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A Damn Fine Espresso: January 2023

For our first espresso episode of 2023, Julie and Sam got together to once again share their love of good film soundtracks and to talk about soundtrack concerts. What is the experience of watching a film while a live orchestra is playing the soundtrack? What’s the overall state of film music and movie concerts? What are some of the duo’s favourite movie soundtracks? And how do Sam and Julie end up talking about some of the lesser-known Billy Wilder movies?

If you enjoy our conversation about film soundtracks, make sure also to listen to our podcast episode #49, “The Music Makers”, about some of our favourite soundtrack composers and films where the music is central to the experience.

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A Damn Fine Cup of Culture Podcast #64: No movies!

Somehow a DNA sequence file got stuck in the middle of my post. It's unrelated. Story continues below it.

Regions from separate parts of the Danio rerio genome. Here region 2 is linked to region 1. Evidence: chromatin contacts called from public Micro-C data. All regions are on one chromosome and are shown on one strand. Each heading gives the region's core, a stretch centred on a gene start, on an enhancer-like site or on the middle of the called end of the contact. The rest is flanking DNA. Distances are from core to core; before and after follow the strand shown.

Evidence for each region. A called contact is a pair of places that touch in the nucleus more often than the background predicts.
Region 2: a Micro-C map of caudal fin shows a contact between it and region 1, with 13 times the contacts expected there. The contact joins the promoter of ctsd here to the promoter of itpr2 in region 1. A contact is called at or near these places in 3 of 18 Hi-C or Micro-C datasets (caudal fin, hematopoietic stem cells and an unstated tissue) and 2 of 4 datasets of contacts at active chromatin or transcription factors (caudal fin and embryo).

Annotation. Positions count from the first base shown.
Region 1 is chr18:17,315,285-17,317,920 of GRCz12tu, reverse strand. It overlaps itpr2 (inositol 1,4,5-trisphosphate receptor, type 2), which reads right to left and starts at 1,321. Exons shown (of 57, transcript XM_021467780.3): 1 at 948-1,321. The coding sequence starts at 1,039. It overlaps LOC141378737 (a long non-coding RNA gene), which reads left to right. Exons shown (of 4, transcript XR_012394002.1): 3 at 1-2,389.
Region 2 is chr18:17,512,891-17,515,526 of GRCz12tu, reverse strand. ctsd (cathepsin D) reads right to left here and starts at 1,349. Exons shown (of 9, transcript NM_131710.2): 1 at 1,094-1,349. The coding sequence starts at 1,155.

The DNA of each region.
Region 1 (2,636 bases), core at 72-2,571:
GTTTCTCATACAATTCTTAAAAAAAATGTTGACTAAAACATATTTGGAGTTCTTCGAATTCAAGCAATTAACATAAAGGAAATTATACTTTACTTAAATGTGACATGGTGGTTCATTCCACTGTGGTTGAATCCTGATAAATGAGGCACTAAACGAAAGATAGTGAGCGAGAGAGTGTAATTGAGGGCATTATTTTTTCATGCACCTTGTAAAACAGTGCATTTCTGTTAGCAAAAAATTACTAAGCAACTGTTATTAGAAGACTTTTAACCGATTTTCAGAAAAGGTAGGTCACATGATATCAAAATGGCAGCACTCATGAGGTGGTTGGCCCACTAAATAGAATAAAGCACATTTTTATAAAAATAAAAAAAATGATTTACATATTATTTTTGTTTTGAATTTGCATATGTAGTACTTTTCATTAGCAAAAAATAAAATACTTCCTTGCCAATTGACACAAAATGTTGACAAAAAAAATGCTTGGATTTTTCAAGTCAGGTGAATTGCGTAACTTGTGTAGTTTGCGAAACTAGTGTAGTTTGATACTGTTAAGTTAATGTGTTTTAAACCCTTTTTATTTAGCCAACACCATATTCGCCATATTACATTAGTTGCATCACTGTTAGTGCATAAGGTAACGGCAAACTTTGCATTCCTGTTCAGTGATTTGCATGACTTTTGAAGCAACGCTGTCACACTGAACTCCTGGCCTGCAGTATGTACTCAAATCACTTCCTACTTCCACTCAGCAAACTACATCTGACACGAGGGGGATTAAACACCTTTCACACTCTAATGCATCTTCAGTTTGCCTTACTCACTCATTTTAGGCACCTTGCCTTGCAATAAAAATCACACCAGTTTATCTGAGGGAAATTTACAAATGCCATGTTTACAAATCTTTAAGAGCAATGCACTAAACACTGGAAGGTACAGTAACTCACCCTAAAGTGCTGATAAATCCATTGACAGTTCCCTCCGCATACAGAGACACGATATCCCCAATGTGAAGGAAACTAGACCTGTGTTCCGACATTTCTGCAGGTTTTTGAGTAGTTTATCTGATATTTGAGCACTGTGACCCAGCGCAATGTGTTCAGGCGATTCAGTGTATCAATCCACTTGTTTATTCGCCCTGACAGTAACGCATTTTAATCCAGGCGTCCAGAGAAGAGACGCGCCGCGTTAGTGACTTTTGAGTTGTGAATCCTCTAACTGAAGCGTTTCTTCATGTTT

For most of our podcasts, and many of our posts, A Damn Fine Cup of Culture talks about films – which makes sense, because we love cinema, but there is so much more to culture. Why is it that the conversation usually defaults to movies? And why don’t we talk about other media more often? In our first episode of 2023, Julie, Matt and Sam decide to amend this and to talk about the other damn fine cups of culture they’ve enjoyed recently that didn’t show on a big screen. Sam’s brought along three books – And the Band Played On (1987) by Randy Shilts and When We Rise (2016) by Cleve Jones, two non-fiction books about the the LGBT activism of the 1970s and 1980s and the AIDS epidemic in the US, and Swiss Book Prize winner Blutbuch (2022) by Kim de l’Horizon (which is currently only out in German, but is set to come out in English in 2023). Matt talks about two streaming series he very much enjoyed in 2022, namely Severance (Apple TV+) and Star Wars: Andor (Disney+). And yes, even when we talk about media that aren’t cinema, we don’t fully get away from the movies: Julie recommends the podcasts You Must Remember This (by Karina Longworth) and The Secret History of Hollywood (by Adam Roche) about the real stories of classic Hollywood. The book she mentions is Watergate, a New History by Garrett M. Graff.